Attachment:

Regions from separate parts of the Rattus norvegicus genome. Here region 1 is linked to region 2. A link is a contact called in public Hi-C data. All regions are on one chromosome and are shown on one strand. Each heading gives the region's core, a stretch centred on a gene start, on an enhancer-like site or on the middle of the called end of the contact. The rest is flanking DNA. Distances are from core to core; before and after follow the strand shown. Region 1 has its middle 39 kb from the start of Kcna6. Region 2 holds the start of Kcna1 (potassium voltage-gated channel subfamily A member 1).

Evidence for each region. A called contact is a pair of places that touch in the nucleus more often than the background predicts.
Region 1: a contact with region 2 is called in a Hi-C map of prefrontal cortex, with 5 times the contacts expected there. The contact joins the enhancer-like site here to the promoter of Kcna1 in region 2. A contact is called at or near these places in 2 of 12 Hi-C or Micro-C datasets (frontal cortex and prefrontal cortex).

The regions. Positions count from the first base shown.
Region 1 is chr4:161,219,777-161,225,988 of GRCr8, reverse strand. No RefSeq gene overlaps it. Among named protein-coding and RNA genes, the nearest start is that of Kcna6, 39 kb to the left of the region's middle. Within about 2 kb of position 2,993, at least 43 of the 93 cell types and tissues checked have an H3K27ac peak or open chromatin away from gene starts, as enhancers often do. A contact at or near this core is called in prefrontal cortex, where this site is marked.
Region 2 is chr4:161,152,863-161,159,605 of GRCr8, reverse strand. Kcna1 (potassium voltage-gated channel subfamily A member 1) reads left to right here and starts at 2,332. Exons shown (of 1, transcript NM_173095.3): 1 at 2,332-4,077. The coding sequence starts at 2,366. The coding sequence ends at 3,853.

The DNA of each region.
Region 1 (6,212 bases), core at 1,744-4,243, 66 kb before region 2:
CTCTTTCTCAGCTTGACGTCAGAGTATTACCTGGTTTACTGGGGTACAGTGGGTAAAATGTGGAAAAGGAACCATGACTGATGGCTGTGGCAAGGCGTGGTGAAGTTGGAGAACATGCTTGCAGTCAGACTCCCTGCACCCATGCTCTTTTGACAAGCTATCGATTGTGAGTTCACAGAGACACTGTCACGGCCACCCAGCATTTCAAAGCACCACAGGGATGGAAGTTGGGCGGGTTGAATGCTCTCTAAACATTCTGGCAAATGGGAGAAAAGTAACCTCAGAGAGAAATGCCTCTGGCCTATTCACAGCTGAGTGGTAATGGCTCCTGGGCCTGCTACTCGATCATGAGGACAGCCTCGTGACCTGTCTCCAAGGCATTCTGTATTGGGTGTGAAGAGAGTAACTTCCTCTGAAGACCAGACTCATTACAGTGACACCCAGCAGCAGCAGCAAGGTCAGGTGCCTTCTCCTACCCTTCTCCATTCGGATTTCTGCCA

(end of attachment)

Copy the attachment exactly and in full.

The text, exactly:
Regions from separate parts of the Rattus norvegicus genome. Here region 1 is linked to region 2. A link is a contact called in public Hi-C data. All regions are on one chromosome and are shown on one strand. Each heading gives the region's core, a stretch centred on a gene start, on an enhancer-like site or on the middle of the called end of the contact. The rest is flanking DNA. Distances are from core to core; before and after follow the strand shown. Region 1 has its middle 39 kb from the start of Kcna6. Region 2 holds the start of Kcna1 (potassium voltage-gated channel subfamily A member 1).

Evidence for each region. A called contact is a pair of places that touch in the nucleus more often than the background predicts.
Region 1: a contact with region 2 is called in a Hi-C map of prefrontal cortex, with 5 times the contacts expected there. The contact joins the enhancer-like site here to the promoter of Kcna1 in region 2. A contact is called at or near these places in 2 of 12 Hi-C or Micro-C datasets (frontal cortex and prefrontal cortex).

The regions. Positions count from the first base shown.
Region 1 is chr4:161,219,777-161,225,988 of GRCr8, reverse strand. No RefSeq gene overlaps it. Among named protein-coding and RNA genes, the nearest start is that of Kcna6, 39 kb to the left of the region's middle. Within about 2 kb of position 2,993, at least 43 of the 93 cell types and tissues checked have an H3K27ac peak or open chromatin away from gene starts, as enhancers often do. A contact at or near this core is called in prefrontal cortex, where this site is marked.
Region 2 is chr4:161,152,863-161,159,605 of GRCr8, reverse strand. Kcna1 (potassium voltage-gated channel subfamily A member 1) reads left to right here and starts at 2,332. Exons shown (of 1, transcript NM_173095.3): 1 at 2,332-4,077. The coding sequence starts at 2,366. The coding sequence ends at 3,853.

The DNA of each region.
Region 1 (6,212 bases), core at 1,744-4,243, 66 kb before region 2:
CTCTTTCTCAGCTTGACGTCAGAGTATTACCTGGTTTACTGGGGTACAGTGGGTAAAATGTGGAAAAGGAACCATGACTGATGGCTGTGGCAAGGCGTGGTGAAGTTGGAGAACATGCTTGCAGTCAGACTCCCTGCACCCATGCTCTTTTGACAAGCTATCGATTGTGAGTTCACAGAGACACTGTCACGGCCACCCAGCATTTCAAAGCACCACAGGGATGGAAGTTGGGCGGGTTGAATGCTCTCTAAACATTCTGGCAAATGGGAGAAAAGTAACCTCAGAGAGAAATGCCTCTGGCCTATTCACAGCTGAGTGGTAATGGCTCCTGGGCCTGCTACTCGATCATGAGGACAGCCTCGTGACCTGTCTCCAAGGCATTCTGTATTGGGTGTGAAGAGAGTAACTTCCTCTGAAGACCAGACTCATTACAGTGACACCCAGCAGCAGCAGCAAGGTCAGGTGCCTTCTCCTACCCTTCTCCATTCGGATTTCTGCCA